• Individualized education plan (IEP) services:
    • An IEP provides specially designed instruction and related services to children who qualify.
    • IEP services will be reviewed annually to determine whether any changes are needed.
    • Special education law requires that children participating in an IEP be in the least restrictive environment feasible at school and included in general education as much as possible, when and where appropriate.
    • PT, OT, and speech services will be provided in the IEP to the extent that the need affects the child's access to academic material. Beyond that, private supportive therapies based on the affected individual's needs may be considered. Specific recommendations regarding type of therapy can be made by a developmental pediatrician.
    • As a child enters the teen years, a transition plan should be discussed and incorporated in the IEP. For those receiving IEP services, the public school district is required to provide services until age 21.
  • A 504 plan (Section 504: a US federal statute that prohibits discrimination based on disability) can be considered for those who require accommodations or modifications such as front-of-class seating, assistive technology devices, classroom scribes, extra time between classes, modified assignments, and enlarged text.
  • Developmental Disabilities Administration (DDA) enrollment is recommended. DDA is a US public agency that provides services and support to qualified individuals. Eligibility differs by state but is typically determined by diagnosis and/or associated cognitive/adaptive disabilities.
  • Families with limited income and resources may also qualify for supplemental security income (SSI) for their child with a disability.


Table 5.

Recommended Surveillance for Individuals with EPM1

Myoclonus Severity of myoclonus using UMRSAt least annually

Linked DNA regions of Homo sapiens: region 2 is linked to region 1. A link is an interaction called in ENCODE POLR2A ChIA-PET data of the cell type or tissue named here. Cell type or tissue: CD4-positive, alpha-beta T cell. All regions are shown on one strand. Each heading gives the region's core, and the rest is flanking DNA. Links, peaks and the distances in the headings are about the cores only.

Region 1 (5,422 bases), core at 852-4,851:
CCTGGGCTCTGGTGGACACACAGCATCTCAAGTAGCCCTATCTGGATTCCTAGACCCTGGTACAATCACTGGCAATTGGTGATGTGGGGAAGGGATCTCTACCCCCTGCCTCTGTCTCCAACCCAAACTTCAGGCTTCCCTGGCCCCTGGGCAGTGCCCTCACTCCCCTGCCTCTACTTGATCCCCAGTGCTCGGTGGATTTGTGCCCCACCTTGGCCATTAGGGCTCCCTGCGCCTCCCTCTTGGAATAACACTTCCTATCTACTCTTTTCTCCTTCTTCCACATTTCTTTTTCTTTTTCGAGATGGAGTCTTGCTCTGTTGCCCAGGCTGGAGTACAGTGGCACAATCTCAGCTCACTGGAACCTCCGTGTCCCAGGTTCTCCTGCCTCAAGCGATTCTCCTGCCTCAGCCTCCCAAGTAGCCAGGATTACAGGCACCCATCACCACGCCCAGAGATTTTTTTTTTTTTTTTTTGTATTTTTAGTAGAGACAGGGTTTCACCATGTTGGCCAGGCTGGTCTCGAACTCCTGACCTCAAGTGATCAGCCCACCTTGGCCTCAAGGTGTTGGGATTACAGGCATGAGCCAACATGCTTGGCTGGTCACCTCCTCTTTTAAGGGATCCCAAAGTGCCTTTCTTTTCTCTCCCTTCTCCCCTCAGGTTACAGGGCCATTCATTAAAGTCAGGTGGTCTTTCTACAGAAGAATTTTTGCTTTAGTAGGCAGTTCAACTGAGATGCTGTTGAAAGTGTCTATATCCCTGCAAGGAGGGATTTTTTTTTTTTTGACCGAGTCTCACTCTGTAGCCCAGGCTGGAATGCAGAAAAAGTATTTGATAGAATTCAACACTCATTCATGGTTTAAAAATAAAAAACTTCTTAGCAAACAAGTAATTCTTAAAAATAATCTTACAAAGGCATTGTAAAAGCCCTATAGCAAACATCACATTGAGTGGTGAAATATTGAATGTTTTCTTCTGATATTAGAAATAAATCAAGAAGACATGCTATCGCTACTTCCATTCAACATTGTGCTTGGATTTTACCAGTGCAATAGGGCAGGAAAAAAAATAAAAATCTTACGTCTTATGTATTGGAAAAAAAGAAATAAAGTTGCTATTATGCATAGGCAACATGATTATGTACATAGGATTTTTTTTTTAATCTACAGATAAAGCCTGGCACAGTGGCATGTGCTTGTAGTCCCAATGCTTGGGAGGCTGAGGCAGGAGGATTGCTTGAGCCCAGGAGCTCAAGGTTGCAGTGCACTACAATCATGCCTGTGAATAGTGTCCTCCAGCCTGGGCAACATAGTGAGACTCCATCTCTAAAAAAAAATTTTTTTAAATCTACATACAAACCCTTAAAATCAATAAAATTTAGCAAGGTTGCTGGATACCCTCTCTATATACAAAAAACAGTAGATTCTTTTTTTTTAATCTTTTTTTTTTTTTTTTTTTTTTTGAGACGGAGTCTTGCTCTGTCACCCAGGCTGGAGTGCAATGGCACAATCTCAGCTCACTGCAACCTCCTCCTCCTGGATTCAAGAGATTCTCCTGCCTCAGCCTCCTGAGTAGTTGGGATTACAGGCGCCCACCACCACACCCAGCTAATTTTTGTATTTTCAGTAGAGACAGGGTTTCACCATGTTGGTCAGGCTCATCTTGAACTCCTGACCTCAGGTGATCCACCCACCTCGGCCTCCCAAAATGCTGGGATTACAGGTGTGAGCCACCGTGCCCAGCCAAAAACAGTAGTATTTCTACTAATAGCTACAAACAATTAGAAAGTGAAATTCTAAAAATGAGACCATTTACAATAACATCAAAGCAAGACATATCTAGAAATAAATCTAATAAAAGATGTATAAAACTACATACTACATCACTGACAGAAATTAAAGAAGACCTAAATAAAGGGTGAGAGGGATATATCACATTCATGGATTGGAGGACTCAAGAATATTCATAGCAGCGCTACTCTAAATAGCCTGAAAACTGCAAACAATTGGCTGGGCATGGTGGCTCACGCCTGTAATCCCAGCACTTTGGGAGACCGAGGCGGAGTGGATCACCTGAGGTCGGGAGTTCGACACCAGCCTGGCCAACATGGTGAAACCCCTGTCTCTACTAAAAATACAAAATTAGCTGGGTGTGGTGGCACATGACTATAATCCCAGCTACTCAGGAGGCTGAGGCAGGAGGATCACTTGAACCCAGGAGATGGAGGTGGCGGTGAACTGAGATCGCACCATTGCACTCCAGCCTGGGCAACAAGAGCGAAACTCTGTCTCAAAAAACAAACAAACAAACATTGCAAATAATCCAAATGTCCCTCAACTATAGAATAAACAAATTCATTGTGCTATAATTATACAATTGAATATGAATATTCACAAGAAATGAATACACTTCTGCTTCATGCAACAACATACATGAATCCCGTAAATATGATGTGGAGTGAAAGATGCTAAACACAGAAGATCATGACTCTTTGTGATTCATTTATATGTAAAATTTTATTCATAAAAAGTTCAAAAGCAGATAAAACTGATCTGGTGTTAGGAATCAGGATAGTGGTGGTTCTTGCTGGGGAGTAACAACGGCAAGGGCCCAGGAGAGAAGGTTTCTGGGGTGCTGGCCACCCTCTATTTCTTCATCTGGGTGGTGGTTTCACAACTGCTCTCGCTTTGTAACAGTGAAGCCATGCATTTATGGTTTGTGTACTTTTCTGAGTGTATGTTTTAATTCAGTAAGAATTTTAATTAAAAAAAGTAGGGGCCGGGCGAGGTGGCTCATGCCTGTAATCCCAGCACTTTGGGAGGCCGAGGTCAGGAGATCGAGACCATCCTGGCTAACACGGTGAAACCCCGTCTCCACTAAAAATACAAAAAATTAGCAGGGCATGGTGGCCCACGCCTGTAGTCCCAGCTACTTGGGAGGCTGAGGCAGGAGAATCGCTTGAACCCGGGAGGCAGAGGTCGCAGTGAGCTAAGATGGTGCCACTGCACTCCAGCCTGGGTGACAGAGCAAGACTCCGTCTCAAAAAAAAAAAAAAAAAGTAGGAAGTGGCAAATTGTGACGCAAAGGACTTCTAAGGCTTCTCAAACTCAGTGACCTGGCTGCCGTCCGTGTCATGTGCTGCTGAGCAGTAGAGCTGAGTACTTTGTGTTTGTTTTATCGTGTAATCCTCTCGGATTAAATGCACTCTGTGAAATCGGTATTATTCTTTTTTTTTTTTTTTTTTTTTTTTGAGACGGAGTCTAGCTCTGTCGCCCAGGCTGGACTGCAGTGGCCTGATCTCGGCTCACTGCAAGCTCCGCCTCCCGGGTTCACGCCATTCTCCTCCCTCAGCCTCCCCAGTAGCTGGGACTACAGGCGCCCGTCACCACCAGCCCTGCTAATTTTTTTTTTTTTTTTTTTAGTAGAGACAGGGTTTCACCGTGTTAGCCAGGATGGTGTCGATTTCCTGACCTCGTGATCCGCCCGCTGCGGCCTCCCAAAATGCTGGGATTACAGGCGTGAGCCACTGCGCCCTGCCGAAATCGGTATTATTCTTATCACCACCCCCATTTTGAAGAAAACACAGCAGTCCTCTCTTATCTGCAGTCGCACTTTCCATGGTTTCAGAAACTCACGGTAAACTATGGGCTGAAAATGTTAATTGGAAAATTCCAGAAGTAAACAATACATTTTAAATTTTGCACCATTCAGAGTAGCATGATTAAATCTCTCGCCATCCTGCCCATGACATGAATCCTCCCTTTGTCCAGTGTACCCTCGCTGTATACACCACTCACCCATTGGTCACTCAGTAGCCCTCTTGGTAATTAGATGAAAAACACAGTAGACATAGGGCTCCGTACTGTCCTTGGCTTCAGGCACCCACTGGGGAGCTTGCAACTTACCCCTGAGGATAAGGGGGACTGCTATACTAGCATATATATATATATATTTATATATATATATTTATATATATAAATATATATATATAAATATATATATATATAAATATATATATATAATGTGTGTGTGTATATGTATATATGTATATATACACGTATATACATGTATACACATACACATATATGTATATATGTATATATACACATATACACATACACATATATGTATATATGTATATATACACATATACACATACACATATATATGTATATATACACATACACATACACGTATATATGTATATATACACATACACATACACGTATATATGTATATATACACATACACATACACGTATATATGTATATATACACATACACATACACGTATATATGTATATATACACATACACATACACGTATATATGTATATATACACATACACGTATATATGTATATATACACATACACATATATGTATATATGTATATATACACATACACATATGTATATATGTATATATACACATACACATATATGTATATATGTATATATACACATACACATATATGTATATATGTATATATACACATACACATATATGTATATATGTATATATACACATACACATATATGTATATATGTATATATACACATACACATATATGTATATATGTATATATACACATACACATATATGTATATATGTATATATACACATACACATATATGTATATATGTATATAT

Seizures Seizure type & frequency
Cerebellar involvement Clinical evalPer symptom progression
Dysarthria Need for alternative communication method or speech therapy
Dysphagia Assess aspiration risk & feeding methods
Weight / Nutritional status
  • Monitor BMI.
  • Consult a nutritionist
  • High-calorie supplementation
Activities of daily living Clinically to evaluate rehab planAt least annually
School performance Interview
Cognitive/Psychiatric Evaluate mood, signs of psychosis, & cognitive complaints to identify need for pharmacologic & psychotherapeutic interventions.Per symptom progression & development of psychiatric symptoms
Family support & resources InterviewAnnually

BMI = body mass index; UMRS = Unified Myoclonus Rating Scale

Agents/Circumstances to Avoid

Phenytoin should be avoided, as it has been found to have aggravating side effects on the associated neurologic symptoms, and may even accelerate cerebellar degeneration [Eldridge et al 1983].

Sodium channel blockers (carbamazepine, oxcarbazepine, phenytoin) and GABAergic drugs (tiagabine, vigabatrin) as well as gabapentin and pregabalin should in general be avoided as they may aggravate myoclonus and myoclonic seizures [Medina et al 2005].

Evaluation of Relatives at Risk

Genetic Counseling for issues related to testing of at-risk relatives for genetic counseling purposes.

Therapies Under Investigation

Search ClinicalTrials.gov in the US and EU Clinical Trials Register in Europe for access to information on clinical studies for a wide range of diseases and conditions. Note: There may not be clinical trials for this disorder.

Genetic Counseling

Genetic counseling is the process of providing individuals and families with information on the nature, mode(s) of inheritance, and implications of genetic disorders to help them make informed medical and personal decisions. The following section deals with genetic risk assessment and the use of family history and genetic testing to clarify genetic status for family members; it is not meant to address all personal, cultural, or ethical issues that may arise or to substitute for consultation with a genetics professional. —ED.

Mode of Inheritance

Progressive myoclonic epilepsy type 1 (EPM1) is inherited in an autosomal recessive manner.

Risk to Family Members

Parents of a proband

  • The parents of an affected child are obligate heterozygotes (i.e., presumed to be carriers of one CSTB pathogenic variant based on family history).